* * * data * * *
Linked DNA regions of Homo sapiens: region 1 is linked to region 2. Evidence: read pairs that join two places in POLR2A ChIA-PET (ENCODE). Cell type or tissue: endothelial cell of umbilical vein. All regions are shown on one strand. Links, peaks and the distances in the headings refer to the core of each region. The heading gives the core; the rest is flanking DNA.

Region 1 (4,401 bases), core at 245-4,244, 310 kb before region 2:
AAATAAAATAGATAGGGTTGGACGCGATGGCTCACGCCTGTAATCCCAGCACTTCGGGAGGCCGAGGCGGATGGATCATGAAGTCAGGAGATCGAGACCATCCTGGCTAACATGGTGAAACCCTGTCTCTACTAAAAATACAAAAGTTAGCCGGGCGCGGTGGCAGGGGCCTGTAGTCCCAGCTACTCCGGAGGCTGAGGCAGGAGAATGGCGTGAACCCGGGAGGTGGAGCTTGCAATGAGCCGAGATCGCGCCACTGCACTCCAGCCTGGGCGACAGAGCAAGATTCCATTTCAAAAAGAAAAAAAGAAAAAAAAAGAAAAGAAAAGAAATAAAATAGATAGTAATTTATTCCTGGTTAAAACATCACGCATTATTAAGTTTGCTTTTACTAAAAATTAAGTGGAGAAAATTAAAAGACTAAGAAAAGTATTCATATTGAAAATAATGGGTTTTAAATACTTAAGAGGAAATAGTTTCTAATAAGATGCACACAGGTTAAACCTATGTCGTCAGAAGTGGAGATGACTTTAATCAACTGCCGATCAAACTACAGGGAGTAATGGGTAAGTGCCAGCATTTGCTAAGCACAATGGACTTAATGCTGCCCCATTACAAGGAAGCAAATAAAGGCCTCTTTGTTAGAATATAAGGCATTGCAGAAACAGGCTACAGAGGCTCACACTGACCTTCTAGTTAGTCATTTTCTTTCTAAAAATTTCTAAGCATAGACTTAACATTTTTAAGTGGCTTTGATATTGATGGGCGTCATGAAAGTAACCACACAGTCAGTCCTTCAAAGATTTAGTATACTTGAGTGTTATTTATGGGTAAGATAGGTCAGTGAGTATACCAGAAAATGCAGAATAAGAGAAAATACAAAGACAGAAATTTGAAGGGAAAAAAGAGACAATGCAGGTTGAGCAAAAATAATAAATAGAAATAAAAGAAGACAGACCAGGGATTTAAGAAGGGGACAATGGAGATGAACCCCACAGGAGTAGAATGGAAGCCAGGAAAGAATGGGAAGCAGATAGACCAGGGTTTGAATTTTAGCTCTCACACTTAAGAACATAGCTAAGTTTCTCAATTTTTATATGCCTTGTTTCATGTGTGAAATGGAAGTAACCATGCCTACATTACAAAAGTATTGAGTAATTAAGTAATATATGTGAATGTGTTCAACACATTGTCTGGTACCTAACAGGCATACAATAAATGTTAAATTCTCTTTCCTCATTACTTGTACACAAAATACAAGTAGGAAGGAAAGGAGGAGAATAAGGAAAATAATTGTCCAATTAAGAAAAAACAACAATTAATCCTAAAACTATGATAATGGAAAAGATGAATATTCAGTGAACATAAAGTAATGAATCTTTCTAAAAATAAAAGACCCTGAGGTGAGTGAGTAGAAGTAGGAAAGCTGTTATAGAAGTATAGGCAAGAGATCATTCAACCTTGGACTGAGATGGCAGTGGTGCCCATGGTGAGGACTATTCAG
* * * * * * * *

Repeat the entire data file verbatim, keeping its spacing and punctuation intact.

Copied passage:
Linked DNA regions of Homo sapiens: region 1 is linked to region 2. Evidence: read pairs that join two places in POLR2A ChIA-PET (ENCODE). Cell type or tissue: endothelial cell of umbilical vein. All regions are shown on one strand. Links, peaks and the distances in the headings refer to the core of each region. The heading gives the core; the rest is flanking DNA.

Region 1 (4,401 bases), core at 245-4,244, 310 kb before region 2:
AAATAAAATAGATAGGGTTGGACGCGATGGCTCACGCCTGTAATCCCAGCACTTCGGGAGGCCGAGGCGGATGGATCATGAAGTCAGGAGATCGAGACCATCCTGGCTAACATGGTGAAACCCTGTCTCTACTAAAAATACAAAAGTTAGCCGGGCGCGGTGGCAGGGGCCTGTAGTCCCAGCTACTCCGGAGGCTGAGGCAGGAGAATGGCGTGAACCCGGGAGGTGGAGCTTGCAATGAGCCGAGATCGCGCCACTGCACTCCAGCCTGGGCGACAGAGCAAGATTCCATTTCAAAAAGAAAAAAAGAAAAAAAAAGAAAAGAAAAGAAATAAAATAGATAGTAATTTATTCCTGGTTAAAACATCACGCATTATTAAGTTTGCTTTTACTAAAAATTAAGTGGAGAAAATTAAAAGACTAAGAAAAGTATTCATATTGAAAATAATGGGTTTTAAATACTTAAGAGGAAATAGTTTCTAATAAGATGCACACAGGTTAAACCTATGTCGTCAGAAGTGGAGATGACTTTAATCAACTGCCGATCAAACTACAGGGAGTAATGGGTAAGTGCCAGCATTTGCTAAGCACAATGGACTTAATGCTGCCCCATTACAAGGAAGCAAATAAAGGCCTCTTTGTTAGAATATAAGGCATTGCAGAAACAGGCTACAGAGGCTCACACTGACCTTCTAGTTAGTCATTTTCTTTCTAAAAATTTCTAAGCATAGACTTAACATTTTTAAGTGGCTTTGATATTGATGGGCGTCATGAAAGTAACCACACAGTCAGTCCTTCAAAGATTTAGTATACTTGAGTGTTATTTATGGGTAAGATAGGTCAGTGAGTATACCAGAAAATGCAGAATAAGAGAAAATACAAAGACAGAAATTTGAAGGGAAAAAAGAGACAATGCAGGTTGAGCAAAAATAATAAATAGAAATAAAAGAAGACAGACCAGGGATTTAAGAAGGGGACAATGGAGATGAACCCCACAGGAGTAGAATGGAAGCCAGGAAAGAATGGGAAGCAGATAGACCAGGGTTTGAATTTTAGCTCTCACACTTAAGAACATAGCTAAGTTTCTCAATTTTTATATGCCTTGTTTCATGTGTGAAATGGAAGTAACCATGCCTACATTACAAAAGTATTGAGTAATTAAGTAATATATGTGAATGTGTTCAACACATTGTCTGGTACCTAACAGGCATACAATAAATGTTAAATTCTCTTTCCTCATTACTTGTACACAAAATACAAGTAGGAAGGAAAGGAGGAGAATAAGGAAAATAATTGTCCAATTAAGAAAAAACAACAATTAATCCTAAAACTATGATAATGGAAAAGATGAATATTCAGTGAACATAAAGTAATGAATCTTTCTAAAAATAAAAGACCCTGAGGTGAGTGAGTAGAAGTAGGAAAGCTGTTATAGAAGTATAGGCAAGAGATCATTCAACCTTGGACTGAGATGGCAGTGGTGCCCATGGTGAGGACTATTCAG